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Given $\lim_{n\to\infty} |a_{n}|^{1/n} = \alpha$, prove:

1) If $\alpha > 0$, show $\sum_{n = 0}^{\infty} a_{n}x^{n}$ converges if $|x| < 1/\alpha$ and diverges if $|x| > 1/\alpha$

2) If $\alpha = 0$, show that $\sum_{n = 0}^{\infty} a_{n} x^{n}$ converges for all $x \neq 0$.

My try:

1) Suppose $|x| < 1/\alpha$. Then, since $\lim_{n\to\infty} |a_{n}|^{1/n} = \alpha$, we have

$$\lim_{n\to\infty} |a_{n}x^{n}|^{1/n} = \lim_{n\to\infty} |a_{n}|^{1/n}|x| = |x|\lim_{n\to\infty}|a_{n}|^{1/n} < \frac{1}{\alpha} \cdot \alpha = 1.$$

I don't know how to show convergence from this, though. I also can't show that it diverges if it's greater than $1/\alpha$.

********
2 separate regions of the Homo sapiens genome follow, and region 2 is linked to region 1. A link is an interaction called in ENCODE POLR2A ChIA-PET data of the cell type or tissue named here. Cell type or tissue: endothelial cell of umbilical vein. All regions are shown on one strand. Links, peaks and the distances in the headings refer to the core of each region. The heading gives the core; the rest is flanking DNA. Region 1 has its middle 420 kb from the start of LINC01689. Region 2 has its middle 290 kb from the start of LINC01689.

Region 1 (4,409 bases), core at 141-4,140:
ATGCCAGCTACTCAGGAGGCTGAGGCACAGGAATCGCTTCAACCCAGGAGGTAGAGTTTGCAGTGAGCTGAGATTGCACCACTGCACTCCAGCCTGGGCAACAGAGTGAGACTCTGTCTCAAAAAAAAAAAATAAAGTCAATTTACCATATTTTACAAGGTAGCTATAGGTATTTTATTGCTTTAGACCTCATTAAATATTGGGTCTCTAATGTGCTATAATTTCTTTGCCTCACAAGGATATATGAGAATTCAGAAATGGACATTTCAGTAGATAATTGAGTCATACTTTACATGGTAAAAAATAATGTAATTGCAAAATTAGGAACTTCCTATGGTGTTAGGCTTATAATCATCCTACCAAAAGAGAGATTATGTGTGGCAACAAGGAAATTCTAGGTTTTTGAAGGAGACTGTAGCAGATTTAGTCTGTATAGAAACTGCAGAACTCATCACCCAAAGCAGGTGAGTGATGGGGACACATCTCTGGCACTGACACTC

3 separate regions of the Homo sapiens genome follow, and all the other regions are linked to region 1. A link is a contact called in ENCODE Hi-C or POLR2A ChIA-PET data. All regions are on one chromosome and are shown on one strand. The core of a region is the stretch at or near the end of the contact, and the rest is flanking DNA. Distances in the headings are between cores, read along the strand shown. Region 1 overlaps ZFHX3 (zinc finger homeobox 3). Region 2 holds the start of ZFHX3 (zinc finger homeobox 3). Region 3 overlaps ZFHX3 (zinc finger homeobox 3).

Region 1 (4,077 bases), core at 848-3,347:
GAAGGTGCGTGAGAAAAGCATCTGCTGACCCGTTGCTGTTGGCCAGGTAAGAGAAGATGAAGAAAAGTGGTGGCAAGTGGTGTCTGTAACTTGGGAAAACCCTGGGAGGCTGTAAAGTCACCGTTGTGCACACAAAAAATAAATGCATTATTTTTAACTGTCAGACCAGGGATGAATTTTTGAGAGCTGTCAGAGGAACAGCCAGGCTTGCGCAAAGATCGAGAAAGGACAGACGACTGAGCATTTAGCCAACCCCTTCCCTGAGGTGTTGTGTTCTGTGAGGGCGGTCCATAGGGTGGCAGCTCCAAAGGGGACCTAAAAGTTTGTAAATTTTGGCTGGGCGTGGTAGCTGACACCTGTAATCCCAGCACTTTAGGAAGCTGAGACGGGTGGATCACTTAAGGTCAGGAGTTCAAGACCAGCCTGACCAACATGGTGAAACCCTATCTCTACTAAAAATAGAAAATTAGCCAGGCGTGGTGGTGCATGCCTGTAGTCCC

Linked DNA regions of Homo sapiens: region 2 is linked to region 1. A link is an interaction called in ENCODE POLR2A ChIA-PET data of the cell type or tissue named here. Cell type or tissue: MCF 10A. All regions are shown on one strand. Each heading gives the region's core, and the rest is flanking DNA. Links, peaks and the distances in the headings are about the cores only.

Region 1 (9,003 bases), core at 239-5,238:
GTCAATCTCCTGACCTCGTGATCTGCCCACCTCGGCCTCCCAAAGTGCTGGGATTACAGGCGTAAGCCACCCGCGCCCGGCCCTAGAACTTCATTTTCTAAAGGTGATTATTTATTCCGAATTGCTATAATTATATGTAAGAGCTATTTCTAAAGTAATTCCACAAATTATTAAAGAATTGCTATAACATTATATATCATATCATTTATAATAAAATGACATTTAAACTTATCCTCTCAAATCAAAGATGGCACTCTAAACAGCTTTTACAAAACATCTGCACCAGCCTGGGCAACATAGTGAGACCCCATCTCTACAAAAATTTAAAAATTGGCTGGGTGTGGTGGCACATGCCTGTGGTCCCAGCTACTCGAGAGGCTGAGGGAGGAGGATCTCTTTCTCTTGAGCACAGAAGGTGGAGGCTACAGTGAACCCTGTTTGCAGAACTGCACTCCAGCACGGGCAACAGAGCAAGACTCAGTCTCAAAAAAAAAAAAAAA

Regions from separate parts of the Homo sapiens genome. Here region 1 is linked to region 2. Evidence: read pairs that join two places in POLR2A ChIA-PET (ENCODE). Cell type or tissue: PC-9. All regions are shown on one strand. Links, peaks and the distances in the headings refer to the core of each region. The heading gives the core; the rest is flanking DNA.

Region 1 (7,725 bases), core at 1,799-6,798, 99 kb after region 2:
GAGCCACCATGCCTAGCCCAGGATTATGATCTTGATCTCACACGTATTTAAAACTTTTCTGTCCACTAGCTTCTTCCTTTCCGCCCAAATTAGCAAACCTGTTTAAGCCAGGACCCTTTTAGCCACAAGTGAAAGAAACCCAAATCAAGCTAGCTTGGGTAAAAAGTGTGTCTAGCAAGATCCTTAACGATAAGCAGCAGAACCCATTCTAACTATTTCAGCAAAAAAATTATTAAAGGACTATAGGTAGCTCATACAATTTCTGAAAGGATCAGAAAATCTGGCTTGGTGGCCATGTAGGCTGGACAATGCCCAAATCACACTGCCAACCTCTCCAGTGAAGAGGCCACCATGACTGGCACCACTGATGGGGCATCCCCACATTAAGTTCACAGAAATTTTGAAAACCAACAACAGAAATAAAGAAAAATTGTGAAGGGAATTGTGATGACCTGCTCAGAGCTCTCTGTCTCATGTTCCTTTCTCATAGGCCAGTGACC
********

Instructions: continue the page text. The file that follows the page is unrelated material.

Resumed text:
2) For $\alpha = 0$, we have

$$\lim_{n\to\infty} |a_{n}x^{n}|^{1/n} = |x|\lim_{n\to\infty}|a_{n}|^{1/n} = |x| \cdot 0 = 0.$$

Again, I don't know if this is in the right direction.

Any help is appreciated.

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1) is an immediate application of root test.

For 2) let $0 <\epsilon <\frac 1 {|x|}$. Then $|a_n|^{1/n} <\epsilon$ for $n$ sufficiently large. This gives $|a_nx^{n}| <|\epsilon x|^{n}$. Since $|\epsilon x|<1$ the geometric series $\sum |\epsilon x|^{n}$ converges. Hence the given series also converges.

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  • $\begingroup$ How is $(1)$ an immediate application of the Root Test? $\endgroup$ – joseph Dec 10 '18 at 5:47
  • $\begingroup$ See en.wikipedia.org/wiki/Root_test $\endgroup$ – Kavi Rama Murthy Dec 10 '18 at 5:48
  • $\begingroup$ why is it true that $|a_{n}|^{1/n} < \epsilon$ for sufficiently large $n$? $\endgroup$ – joseph Dec 10 '18 at 6:50
  • $\begingroup$ @joseph Because $\alpha =0$ in 2). $\endgroup$ – Kavi Rama Murthy Dec 10 '18 at 7:15

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